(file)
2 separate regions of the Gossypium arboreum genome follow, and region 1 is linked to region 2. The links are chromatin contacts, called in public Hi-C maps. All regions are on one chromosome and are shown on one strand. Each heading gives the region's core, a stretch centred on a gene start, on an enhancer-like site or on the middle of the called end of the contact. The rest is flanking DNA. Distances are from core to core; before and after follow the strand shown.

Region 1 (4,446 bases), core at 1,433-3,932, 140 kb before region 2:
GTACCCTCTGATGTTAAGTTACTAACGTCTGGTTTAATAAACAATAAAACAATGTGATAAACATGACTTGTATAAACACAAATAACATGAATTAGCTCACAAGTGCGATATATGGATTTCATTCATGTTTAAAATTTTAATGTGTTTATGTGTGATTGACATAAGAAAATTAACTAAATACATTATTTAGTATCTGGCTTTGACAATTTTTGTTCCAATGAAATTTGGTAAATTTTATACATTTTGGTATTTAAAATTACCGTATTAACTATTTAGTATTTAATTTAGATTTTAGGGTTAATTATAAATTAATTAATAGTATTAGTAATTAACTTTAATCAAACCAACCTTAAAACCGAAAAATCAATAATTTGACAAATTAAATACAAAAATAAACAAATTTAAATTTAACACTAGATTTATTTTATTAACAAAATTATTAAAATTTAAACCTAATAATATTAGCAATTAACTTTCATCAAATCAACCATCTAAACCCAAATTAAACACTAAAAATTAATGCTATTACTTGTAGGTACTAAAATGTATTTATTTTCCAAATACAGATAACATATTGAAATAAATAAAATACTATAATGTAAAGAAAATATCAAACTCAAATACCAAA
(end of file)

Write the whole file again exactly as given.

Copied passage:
2 separate regions of the Gossypium arboreum genome follow, and region 1 is linked to region 2. The links are chromatin contacts, called in public Hi-C maps. All regions are on one chromosome and are shown on one strand. Each heading gives the region's core, a stretch centred on a gene start, on an enhancer-like site or on the middle of the called end of the contact. The rest is flanking DNA. Distances are from core to core; before and after follow the strand shown.

Region 1 (4,446 bases), core at 1,433-3,932, 140 kb before region 2:
GTACCCTCTGATGTTAAGTTACTAACGTCTGGTTTAATAAACAATAAAACAATGTGATAAACATGACTTGTATAAACACAAATAACATGAATTAGCTCACAAGTGCGATATATGGATTTCATTCATGTTTAAAATTTTAATGTGTTTATGTGTGATTGACATAAGAAAATTAACTAAATACATTATTTAGTATCTGGCTTTGACAATTTTTGTTCCAATGAAATTTGGTAAATTTTATACATTTTGGTATTTAAAATTACCGTATTAACTATTTAGTATTTAATTTAGATTTTAGGGTTAATTATAAATTAATTAATAGTATTAGTAATTAACTTTAATCAAACCAACCTTAAAACCGAAAAATCAATAATTTGACAAATTAAATACAAAAATAAACAAATTTAAATTTAACACTAGATTTATTTTATTAACAAAATTATTAAAATTTAAACCTAATAATATTAGCAATTAACTTTCATCAAATCAACCATCTAAACCCAAATTAAACACTAAAAATTAATGCTATTACTTGTAGGTACTAAAATGTATTTATTTTCCAAATACAGATAACATATTGAAATAAATAAAATACTATAATGTAAAGAAAATATCAAACTCAAATACCAAA